Stasis Interrupted

Rush hour traffic invokes a unique brand of cynicism. Human interaction is depersonalized on the road as each vehicle becomes a protective shell. Entitlement, aggression, and self-righteousness all find expression in traffic, insulated from shame. As a result, cynicism finds its fuel and takes on form—at best, a mildly antagonistic urban ennui; at worst, a twice-daily dark night of the soul.

Sometimes it’s hard to maintain an evolved perception of humanity when adrift in its commuter sea. But once in while, an irregularity pierces the monotony. My traffic snark has been soothed by the smallest things.  Happy lady sings along with the radio, max volume, windows down. Hippy bus sports a Charlotte’s Web-themed paint job collage. In stopped traffic, a Chihuahua speeds along on a blur of tiny legs, passing between lanes of trapped cars; its longer-legged owner follows suit.

My first technical writing job, nine years ago. I had a brutal daily commute from the city into the suburbs. There was this random car on the highway with an obscure bumper sticker: “Ask Me About Punctuated Equilibria.”

Oh, I dearly wanted to.

I tried to follow it long as I could, intrigued. I yearned to pull over and discuss. Or maybe sidle up alongside at a stoplight, strike up an open-window conversation. Sadly, I lost the car and its bumper sticker to the whims of random traffic.

Not to time, however. I still remember it, nearly a decade later. I forget names, places, birthdays, even my current age—but hit me with oblique esoterica, I’ll transform it into personal poetry. At best, a far-flung metaphor lending light in the darkness of existential meaninglessness. At worst, a rambling analogy to be posted online.

Now, I’m no evolutionary biologist. Mention isolated episodes of rapid speciation between long periods of stasis, and I’ll say “Grog no understand” with minimal irony. But I am an enthusiast of cryptic geekery. I cultivate awareness of all kinds of disconnected discourse (mainly surface-level scratches, not enough to be dangerous). And I adore the poetic notion of punctuated equilibria, which is why it stuck with me all these years.

The notion came bubbling back to the surface of my mind about a month ago when I was bitten by a dog. I mean, I was just minding my own business. It was a nice day, I was outside. A little old lady with a massive shepherd dog let me know how sweet he was. A gentle soul. Would I like to pet him? Yes, Grog do.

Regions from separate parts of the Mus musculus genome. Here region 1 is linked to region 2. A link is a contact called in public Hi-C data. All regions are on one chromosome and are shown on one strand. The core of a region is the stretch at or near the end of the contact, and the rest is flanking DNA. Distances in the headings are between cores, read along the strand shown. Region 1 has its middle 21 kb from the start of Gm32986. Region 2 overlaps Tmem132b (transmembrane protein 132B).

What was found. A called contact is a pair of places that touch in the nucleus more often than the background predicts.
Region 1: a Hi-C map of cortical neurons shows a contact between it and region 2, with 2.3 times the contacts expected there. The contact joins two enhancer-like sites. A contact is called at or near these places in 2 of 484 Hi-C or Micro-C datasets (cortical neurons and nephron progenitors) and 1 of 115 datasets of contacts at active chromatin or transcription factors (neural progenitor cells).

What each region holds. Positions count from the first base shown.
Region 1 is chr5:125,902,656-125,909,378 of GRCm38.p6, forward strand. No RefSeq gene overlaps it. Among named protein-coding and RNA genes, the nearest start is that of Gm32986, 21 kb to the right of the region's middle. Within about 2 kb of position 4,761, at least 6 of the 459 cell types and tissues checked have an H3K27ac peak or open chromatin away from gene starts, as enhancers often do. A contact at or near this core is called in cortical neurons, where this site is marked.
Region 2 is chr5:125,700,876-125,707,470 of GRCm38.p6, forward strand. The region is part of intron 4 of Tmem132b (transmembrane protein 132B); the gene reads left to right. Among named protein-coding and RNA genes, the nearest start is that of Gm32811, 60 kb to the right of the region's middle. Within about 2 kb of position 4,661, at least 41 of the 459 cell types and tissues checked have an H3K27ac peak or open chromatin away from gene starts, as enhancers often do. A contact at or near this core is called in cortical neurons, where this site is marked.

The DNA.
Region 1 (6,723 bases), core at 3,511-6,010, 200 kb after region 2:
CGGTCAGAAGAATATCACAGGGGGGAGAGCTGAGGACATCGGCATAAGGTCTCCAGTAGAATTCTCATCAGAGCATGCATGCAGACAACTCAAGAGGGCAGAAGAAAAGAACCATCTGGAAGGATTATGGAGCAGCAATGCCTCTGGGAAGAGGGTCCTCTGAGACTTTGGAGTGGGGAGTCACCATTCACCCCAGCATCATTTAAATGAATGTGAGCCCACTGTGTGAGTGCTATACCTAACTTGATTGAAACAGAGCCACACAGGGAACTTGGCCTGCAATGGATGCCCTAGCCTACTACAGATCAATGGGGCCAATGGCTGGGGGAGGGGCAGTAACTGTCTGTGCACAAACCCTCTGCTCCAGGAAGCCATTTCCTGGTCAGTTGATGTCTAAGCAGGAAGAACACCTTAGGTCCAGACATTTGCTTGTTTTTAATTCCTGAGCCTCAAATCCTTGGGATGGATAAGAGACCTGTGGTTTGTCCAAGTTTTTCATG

Ask me about my punctuated equilibria.

This was a growling chomp, right on the arm. Being bitten by a dog was a shock to my routine stasis, perforating both my arm and my sense of normalcy. Beloved by all animals? Self-perception shattered. Old ladies know what they’re talking about? Long-held faith destroyed.

Such a punctuation event ushers in a new norm. A revision. Personal stasis, version 2.0. It’s a natural tendency, to overgeneralize based on anecdotal experience. A fear of dogs was already taking root in my mind, threatening a dog-phobic new norm. I’m trying to dig those roots out early, to beware of the tendency. Not all dogs are the same. Don’t give up on dogs. Could’ve just been a good dog on a bad day. A nervous breed. A protective beast who mistakenly expected danger based on early puppyhood experience.

However, at the same time, I can learn from my experience. I don’t have to pet every dog offered up.

Grog extrapolate. Not all people are the same. Growled at by a good human on a bad day? Bitten by a nervous breed? Don’t give up on people. “And why not?” you might ask, if only we could pull over together on the side of the road and discuss.

Human interaction will always pose some level of risk. Interaction can be painful – even a simple negative encounter, cold or angry, can hurt like a random dog bite. Hell, humanity as a species serves up violence, deceit, and death every day.

But then again… In the same moment with you, in the same small space with you: it could be someone good. It could be someone doing something amazing. Or maybe it’s just someone doing something small, but it’s just the right something. Just the right jumpstart for your personal evolution into the next new norm.

My new norm, for the record: loving strange dogs from a consistent distance, and keeping cynicism muzzled on a tight leash.